Street Fight Daily: Yelp-Google Rivalry Heats Up, A Hard Sell Gone South | Street Fight

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Street Fight Daily: Yelp-Google Rivalry Heats Up, A Hard Sell Gone South

0 Comments 27 August 2013 by

A roundup of today’s big stories in hyperlocal content, commerce, and technology

yelp-co-founder-jeremy-stoppelman-on-innovating-and-staying-relevantGoogle’s Local Business Is “Really Struggling,” in “Constant Chaos,” Yelp CEO Tells Charlie Rose (AllThingsD)
During an interview, Charlie Rose asked Yelp CEO Jeremy Stoppelman whether Google’s purchase of Zagat could pose a threat to Yelp. In short, Stoppelman’s answer was no. But the longer answer is much more interesting, and a sign that Stoppelman, at the very least, still thinks about Google quite often.

Infographic: Breaking Down The Local Stack (Street Fight)
A stack of technologies has emerged to quietly reinvent the way business and consumers interact locally. One by one, technology firms have recreated the way we find, buy and retrieve goods and services locally as well as the way businesses reward, and retain, past customers. Siloed early on, these industries are starting to coalesce, working together to form layers in a coordinated Local Stack.

Yelp: When the Hard Sell Goes South (Blumenthals)
Mike Blumenthal: It seems to me that the intrinsic contradiction of selling low value, high priced ads against reviews that many businesses dislike, creates an inevitable conflict and distrust. But when you add high pressure, hard sell techniques to the mix it becomes a scenario for explosive disaster.

In Local Sales Effort, Foursquare Looks to Strike a Balance (Street Fight)
Steven Jacobs: Foursquare is trying to find a new path for local sales. The embattled check-in-turned-local-discovery startup has started to build out its local sales organization, focusing on a combination of technology and customer service rather than door knocking and hand-holding. This summer, the company began the challenging processes of developing a local sales effort that can reach mom-and-pop shops from New York to New Delhi.

Smartphone Users Prefer Print Ads for Back to School Shopping (Screenwerk)
A recent study by Placed found that smartphone owners preferred to receive back-to-school promotions in print vs electronic form. It’s not clear whether mobile was a separate choice and ranked low or wasn’t offered as an option, but survey respondents did indicated they’d be using their smartphones as an integral part of back to school shopping.

BlockAvenue Pivots From Utility to Media, Becomes CO Everywhere (Street Fight)
Tony Longo and Dan Adams, the founders of Block Avenue, are doubling down on media. Two years after launching the service as a tool to rate locations, the company has rebranded as Co Everywhere, and released a mobile app to help people explore the world around them. Users can pick a featured place, or outline a geography on a map, and peruse content from Instagram, Facebook, Twitter, Yelp, Foursquare and a other sources that come from within the area.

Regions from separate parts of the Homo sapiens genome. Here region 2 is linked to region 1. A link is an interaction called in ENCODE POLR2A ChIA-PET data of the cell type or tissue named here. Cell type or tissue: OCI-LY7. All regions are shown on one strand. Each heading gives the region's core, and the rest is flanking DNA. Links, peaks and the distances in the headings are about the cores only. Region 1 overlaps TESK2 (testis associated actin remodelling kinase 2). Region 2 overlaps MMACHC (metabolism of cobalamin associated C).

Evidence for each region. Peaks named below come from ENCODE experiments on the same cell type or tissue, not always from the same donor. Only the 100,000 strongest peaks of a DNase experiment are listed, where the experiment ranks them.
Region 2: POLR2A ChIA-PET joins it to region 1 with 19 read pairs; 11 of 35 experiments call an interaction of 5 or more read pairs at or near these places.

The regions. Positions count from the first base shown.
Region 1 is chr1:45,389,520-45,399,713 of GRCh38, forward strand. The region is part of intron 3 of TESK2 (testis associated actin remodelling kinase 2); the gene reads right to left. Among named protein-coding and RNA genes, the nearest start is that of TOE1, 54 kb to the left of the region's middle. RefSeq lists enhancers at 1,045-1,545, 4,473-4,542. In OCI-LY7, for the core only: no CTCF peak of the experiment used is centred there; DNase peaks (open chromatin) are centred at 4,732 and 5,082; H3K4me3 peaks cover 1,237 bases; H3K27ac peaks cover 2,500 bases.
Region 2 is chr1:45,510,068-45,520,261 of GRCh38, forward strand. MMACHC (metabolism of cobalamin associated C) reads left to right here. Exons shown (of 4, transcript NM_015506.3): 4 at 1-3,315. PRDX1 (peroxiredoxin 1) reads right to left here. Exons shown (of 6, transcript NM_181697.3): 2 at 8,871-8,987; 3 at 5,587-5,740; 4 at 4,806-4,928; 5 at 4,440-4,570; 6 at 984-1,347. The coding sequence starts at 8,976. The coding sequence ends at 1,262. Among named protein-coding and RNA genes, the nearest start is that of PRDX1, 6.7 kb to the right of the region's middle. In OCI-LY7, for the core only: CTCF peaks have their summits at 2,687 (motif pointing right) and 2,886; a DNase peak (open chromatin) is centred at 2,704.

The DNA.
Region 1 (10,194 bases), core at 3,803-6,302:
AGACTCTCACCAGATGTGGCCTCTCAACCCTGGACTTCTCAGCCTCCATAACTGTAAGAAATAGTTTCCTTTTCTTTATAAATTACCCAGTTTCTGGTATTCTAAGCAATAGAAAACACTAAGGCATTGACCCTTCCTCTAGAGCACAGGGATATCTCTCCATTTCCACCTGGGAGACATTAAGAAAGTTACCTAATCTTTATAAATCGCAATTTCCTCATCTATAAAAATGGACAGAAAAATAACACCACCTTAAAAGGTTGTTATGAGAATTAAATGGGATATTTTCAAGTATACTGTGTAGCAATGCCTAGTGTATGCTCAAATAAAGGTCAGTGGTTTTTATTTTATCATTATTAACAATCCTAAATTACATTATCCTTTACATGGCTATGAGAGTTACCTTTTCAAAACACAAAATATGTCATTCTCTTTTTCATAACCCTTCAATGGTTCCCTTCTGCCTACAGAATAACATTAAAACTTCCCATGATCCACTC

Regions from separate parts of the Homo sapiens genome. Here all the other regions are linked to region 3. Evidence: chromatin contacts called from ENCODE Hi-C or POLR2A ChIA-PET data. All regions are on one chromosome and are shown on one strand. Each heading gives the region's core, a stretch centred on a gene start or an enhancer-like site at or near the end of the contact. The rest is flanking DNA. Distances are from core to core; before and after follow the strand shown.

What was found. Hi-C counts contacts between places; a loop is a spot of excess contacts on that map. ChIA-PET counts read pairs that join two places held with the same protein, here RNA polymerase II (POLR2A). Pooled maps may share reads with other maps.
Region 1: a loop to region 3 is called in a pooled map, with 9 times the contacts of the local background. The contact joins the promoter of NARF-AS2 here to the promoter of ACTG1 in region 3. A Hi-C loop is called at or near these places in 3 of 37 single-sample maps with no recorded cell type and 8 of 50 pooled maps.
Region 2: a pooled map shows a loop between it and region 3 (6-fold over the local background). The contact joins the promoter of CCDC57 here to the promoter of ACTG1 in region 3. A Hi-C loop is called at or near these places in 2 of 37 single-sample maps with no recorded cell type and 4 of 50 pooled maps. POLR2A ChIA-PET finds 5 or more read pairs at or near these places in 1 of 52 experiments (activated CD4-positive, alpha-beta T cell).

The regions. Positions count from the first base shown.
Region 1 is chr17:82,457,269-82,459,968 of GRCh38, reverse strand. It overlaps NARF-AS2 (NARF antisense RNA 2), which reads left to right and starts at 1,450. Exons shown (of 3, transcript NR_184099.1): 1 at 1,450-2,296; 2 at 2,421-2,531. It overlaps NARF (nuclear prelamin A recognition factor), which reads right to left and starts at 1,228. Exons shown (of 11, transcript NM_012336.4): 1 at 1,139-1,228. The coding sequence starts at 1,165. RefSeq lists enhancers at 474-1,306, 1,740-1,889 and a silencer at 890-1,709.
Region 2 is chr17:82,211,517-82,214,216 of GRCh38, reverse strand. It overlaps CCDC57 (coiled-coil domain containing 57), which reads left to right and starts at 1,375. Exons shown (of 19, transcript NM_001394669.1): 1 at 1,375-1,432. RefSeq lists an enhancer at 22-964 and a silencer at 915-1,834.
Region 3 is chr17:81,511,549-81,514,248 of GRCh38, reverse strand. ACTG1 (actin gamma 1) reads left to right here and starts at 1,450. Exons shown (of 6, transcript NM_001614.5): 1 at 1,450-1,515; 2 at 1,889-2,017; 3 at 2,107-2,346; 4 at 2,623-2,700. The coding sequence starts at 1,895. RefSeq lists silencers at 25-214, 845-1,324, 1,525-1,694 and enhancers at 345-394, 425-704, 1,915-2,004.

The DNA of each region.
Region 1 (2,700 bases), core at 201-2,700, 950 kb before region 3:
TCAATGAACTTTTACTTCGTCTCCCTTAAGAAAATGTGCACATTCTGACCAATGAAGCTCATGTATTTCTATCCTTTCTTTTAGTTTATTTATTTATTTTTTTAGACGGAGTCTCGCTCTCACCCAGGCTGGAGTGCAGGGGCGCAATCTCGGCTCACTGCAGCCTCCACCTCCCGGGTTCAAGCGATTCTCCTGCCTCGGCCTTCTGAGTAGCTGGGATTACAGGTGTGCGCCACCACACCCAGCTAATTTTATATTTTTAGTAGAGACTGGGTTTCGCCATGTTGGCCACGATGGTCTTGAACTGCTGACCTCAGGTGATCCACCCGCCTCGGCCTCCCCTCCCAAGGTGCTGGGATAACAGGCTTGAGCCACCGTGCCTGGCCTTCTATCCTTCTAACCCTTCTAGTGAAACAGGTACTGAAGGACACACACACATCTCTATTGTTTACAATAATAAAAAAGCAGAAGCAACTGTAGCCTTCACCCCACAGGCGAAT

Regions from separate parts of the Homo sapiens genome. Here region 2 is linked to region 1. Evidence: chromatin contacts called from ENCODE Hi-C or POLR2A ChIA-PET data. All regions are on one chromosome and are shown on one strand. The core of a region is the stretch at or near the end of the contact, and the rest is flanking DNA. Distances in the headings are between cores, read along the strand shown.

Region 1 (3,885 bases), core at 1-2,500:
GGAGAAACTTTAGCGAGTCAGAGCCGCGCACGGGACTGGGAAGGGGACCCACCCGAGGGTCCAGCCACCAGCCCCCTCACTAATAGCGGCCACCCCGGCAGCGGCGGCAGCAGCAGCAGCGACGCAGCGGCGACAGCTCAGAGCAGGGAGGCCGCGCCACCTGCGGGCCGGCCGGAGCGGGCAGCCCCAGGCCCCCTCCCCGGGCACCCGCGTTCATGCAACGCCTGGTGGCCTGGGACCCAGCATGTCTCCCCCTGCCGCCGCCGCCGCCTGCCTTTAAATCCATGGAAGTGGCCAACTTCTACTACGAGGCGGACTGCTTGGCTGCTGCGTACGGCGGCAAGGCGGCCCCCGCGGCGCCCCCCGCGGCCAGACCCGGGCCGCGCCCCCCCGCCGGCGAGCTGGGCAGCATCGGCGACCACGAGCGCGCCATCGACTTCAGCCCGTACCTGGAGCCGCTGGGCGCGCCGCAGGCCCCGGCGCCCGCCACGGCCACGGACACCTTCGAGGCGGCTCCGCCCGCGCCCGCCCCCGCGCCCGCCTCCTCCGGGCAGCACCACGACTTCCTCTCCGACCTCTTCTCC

Navigating The App-Data Explosion: Localytics’ Raj Aggarwal (ReadWrite)
Raj Aggarwal co-founded Boston-based mobile analytics company Localytics the same year the AppStore launched to build the tools developers and marketers would later need to make sense of how people use apps. By providing an analytics engine for the mobile era, companies like Localytics and its rival Flurry laid down the infrastructure that help developers refine their work and produce new innovations.

Grasping for a New Way Forward at Local Media Conferences (Street Fight)
Patrick Kitano: At several recent conferences, the overriding, anxiety-producing theme has been the development of new revenue models for media — whether from foundations to support nonprofit news services, or from advertising, or from something else. But the disquieting fact is that a cure-all response to what ails local media can’t be identified.

How One Brand Switched A Million URLs & Lived To Tell About It: 5 Questions With HomeAdvisor.com (SearchEngineLand)
Last year, home improvement company HomeAdvisor.com underwent a monumental rebranding effort that included switching more than 10 million URLS from their previous company name to their new brand. With over $200 million in revenue at risk and thirteen years worth of online brand equity, HomeAdvisor.com’s CEO Chris Terrill and CTO Brandon Ridenour understood switching the site’s URL would be a major undertaking, but necessary to establish the best foundation for building a stronger online brand presence.

Boxed Is More Than An Costco Delivery App — It’s A Mobile Commerce Platform Built By Mobile Gaming Experts (PandoDaily)
The original idea was to bring the $25 billion club-shopping market to mobile phones. Plenty of potential customers don’t have access to these clubs, like college kids, or people living in cities, or people in remote areas. But while Boxed was building its commerce app, its founder realized that the existing mobile commerce tech out there wasn’t very good.

End of Silos: Leaf Ties SMB Processing, Marketing and Back Office Ops (LocalOnliner)
Leaf CEO Aron Schwarzkopf says that tying marketing and operations together is the natural cause-and-effect of the rise of big data and also, unexpectedly, the availability of all-in-one tablets. Instead of just being a commodity payment processor, “we are building an experience,” he says.

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